Jackson Hole Wildlife, Part 4: Pronghorn
One of our most popular blog series from last year, Jackson Hole Wildlife, returns this week with one Jackson’s most common animals: the antelope! You may see them out on the elk refuge, or you might be planning to hunt them later this year. However you’ve encountered them, let’s find out more about the antelope.
Latin name: Antilocapra americana
Technically, it’s not really an antelope, is it?
Well, you’re so smart, aren’t you? No, the animal found in Jackson Hole is actually a pronghorn (true antelope live in Africa, where they get eaten by Simba as part of the Circle of Life), but we like to call these popular North American ungulates antelope anyway.
How many of them are there?
Until recently, Wyoming had more pronghorn than people. Recently, possibly due to droughts and other factors, pronghorn numbers in Wyoming have been declining below about 360,000 animals.
How fast are they?
They’ve been clocked up to 65 mph. That’s faster than any land animal except the cheetah, which we do not have in Jackson Hole. On a related note, the pronghorn has been observed to have at least 13 distinct gaits. This tells us two things: one, the pronghorn is capable of covering a lot of ground at once, and two, someone’s job is to count pronghorn gaits.
What’s their mating ritual like?
Weird question, but okay. When courting a female in heat, a male pronghorn approaches her while softly vocalizing (we like to think he’s humming some sweet Marvin Gaye) and waving his head side to side, displaying his cheek patches. If the female is super into his cheek patches, she stays motionless, then sniffs his scent gland. If you want to know what happens next, go watch a nature documentary on Netflix.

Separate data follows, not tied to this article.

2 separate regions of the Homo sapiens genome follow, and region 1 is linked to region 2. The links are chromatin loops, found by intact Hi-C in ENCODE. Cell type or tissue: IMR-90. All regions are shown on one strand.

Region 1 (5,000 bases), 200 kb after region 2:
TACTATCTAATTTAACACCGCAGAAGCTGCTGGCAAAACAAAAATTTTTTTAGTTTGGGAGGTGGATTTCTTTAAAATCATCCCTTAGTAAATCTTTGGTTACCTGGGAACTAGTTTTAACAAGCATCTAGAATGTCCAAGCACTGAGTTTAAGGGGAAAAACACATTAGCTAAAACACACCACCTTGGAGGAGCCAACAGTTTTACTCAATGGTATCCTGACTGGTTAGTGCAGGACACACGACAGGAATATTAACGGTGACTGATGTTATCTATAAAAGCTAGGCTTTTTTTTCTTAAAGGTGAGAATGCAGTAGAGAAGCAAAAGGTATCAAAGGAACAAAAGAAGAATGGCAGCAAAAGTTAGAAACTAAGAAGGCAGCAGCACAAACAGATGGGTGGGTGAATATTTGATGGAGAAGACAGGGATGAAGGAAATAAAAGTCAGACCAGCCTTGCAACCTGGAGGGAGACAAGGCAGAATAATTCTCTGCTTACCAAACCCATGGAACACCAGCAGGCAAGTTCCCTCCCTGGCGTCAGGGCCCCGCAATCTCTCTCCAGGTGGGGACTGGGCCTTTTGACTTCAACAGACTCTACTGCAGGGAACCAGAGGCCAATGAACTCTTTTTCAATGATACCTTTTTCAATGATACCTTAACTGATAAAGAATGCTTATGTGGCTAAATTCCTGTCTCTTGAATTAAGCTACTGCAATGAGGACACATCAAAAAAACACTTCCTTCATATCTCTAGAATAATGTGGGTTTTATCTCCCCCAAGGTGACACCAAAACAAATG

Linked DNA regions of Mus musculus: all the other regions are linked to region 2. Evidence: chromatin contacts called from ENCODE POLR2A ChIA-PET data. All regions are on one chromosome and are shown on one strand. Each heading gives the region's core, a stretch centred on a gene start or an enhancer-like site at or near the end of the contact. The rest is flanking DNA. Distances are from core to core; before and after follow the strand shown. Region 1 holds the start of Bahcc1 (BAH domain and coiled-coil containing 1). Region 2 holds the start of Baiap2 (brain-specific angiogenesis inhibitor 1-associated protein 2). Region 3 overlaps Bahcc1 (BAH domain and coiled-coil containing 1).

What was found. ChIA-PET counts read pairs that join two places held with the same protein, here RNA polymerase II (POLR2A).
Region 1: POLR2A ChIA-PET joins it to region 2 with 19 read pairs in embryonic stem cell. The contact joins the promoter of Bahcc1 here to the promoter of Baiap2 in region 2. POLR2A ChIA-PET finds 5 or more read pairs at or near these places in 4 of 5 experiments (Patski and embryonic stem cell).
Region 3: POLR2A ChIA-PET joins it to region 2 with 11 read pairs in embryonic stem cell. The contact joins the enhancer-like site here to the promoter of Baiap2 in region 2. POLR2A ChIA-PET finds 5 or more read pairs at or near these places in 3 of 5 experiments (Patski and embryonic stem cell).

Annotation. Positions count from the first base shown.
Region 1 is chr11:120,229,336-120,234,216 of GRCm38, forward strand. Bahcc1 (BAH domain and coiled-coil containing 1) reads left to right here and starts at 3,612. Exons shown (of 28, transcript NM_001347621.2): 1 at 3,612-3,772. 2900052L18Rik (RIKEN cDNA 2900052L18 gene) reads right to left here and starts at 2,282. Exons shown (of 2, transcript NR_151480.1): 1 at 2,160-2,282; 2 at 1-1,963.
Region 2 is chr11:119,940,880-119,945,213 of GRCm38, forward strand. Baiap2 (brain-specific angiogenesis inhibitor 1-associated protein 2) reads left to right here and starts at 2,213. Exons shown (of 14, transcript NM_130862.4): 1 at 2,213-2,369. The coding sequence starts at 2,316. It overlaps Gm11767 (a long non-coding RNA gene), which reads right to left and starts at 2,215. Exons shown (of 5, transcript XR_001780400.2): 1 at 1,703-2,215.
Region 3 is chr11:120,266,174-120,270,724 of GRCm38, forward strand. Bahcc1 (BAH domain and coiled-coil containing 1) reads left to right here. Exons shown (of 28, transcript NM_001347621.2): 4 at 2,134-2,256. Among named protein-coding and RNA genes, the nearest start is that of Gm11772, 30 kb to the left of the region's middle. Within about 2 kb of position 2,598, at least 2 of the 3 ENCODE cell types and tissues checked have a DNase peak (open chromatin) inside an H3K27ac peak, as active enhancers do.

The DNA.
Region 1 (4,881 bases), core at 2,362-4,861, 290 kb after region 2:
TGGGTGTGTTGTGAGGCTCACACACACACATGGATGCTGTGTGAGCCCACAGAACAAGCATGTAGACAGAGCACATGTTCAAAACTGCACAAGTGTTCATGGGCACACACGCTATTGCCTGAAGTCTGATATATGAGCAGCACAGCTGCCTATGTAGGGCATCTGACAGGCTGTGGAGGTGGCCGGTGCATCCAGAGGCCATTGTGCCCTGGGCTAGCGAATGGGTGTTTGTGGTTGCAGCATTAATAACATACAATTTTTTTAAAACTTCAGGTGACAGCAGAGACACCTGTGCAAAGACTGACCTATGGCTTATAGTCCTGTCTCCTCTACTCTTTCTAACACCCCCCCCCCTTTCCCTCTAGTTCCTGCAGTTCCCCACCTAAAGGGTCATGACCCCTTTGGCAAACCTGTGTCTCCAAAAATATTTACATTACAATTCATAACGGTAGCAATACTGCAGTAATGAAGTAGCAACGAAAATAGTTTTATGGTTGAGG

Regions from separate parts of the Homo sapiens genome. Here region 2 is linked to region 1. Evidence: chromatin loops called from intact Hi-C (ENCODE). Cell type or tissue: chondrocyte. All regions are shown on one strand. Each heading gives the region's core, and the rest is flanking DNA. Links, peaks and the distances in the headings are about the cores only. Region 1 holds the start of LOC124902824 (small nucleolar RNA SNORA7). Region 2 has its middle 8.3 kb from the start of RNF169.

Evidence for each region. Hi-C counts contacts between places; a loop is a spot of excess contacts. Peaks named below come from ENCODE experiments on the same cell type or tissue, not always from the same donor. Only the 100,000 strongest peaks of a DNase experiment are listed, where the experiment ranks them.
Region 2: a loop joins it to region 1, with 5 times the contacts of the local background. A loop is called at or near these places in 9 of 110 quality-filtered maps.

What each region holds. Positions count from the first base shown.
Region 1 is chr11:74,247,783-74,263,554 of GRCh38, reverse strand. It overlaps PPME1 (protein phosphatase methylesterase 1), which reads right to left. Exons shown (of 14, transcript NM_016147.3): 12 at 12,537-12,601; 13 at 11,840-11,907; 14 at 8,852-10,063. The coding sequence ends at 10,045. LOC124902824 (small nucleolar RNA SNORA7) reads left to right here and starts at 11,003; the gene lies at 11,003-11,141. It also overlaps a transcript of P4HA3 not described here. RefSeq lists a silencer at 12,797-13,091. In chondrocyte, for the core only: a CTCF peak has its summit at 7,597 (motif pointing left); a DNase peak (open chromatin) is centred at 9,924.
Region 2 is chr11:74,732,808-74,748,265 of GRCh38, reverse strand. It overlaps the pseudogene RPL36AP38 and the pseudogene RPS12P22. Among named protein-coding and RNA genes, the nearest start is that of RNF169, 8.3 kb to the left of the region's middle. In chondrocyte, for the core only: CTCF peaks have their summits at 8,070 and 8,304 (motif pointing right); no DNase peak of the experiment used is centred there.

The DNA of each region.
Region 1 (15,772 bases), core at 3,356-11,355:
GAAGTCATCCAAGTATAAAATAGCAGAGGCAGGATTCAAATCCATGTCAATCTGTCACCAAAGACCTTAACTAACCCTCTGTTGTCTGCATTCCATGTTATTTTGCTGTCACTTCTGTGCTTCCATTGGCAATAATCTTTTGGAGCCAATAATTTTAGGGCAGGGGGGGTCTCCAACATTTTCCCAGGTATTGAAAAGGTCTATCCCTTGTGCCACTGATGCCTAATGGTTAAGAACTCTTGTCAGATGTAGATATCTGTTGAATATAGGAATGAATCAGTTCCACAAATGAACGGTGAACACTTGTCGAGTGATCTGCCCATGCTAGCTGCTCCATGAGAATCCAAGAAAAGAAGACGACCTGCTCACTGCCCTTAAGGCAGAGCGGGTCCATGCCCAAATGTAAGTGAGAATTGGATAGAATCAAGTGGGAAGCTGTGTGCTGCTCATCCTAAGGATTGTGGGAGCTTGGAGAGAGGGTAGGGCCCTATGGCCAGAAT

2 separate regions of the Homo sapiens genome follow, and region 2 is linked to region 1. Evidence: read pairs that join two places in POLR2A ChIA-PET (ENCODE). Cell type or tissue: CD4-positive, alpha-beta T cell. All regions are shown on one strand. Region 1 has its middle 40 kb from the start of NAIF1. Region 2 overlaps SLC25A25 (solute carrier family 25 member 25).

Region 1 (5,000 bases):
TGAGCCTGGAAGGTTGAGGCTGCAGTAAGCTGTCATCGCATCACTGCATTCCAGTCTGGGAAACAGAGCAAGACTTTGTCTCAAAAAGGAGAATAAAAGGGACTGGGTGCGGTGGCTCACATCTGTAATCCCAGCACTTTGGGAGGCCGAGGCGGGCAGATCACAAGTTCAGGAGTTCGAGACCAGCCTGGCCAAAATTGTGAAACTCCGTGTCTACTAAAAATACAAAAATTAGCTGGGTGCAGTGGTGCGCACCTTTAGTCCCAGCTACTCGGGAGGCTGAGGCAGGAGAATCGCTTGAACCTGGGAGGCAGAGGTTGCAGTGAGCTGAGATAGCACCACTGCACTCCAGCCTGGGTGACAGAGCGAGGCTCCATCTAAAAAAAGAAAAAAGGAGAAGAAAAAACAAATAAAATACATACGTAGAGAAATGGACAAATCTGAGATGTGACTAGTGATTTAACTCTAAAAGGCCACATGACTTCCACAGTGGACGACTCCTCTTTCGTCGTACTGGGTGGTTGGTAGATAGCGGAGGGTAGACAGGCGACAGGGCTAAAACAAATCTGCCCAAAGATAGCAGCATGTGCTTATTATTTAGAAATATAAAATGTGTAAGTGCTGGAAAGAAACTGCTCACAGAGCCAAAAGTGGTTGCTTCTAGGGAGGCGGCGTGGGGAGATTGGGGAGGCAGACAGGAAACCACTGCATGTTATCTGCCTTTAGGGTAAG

How long do they live?
The lifespan of a pronghorn in the wild is 15 years.
Can I hunt them?
Yes! Wyoming has more pronghorn than the rest of the continent. According to the Wyoming Game & Fish Department, harvest success often exceeds 85%. Still, there’s a limited quota, so find out here how to get a license.
What else should I know about them?
- They have large eyes with 320 degrees of vision.
- The first people to scientifically document pronghorn were the explorers Lewis and Clark. Clark described it as “verry actively made, [with] only a pair of hoofs to each foot, his brains on the back of his head, his Nostrals large, his eyes like a Sheep he is more like the Antilope or Gazelle of Africa than any other Species of Goat.”
- The pronghorn’s closest living relatives are the giraffe and the okapi, a bizarre-looking African animal that looks like a cross between a giraffe and a zebra.
Looking to get a glimpse of pronghorn on the elk refuge? There’s no better place to stay than Flat Creek Inn, Jackson’s closest lodgings to Grand Teton National Park.
Read previous posts in this series here: bald eagle, bear, wolf.
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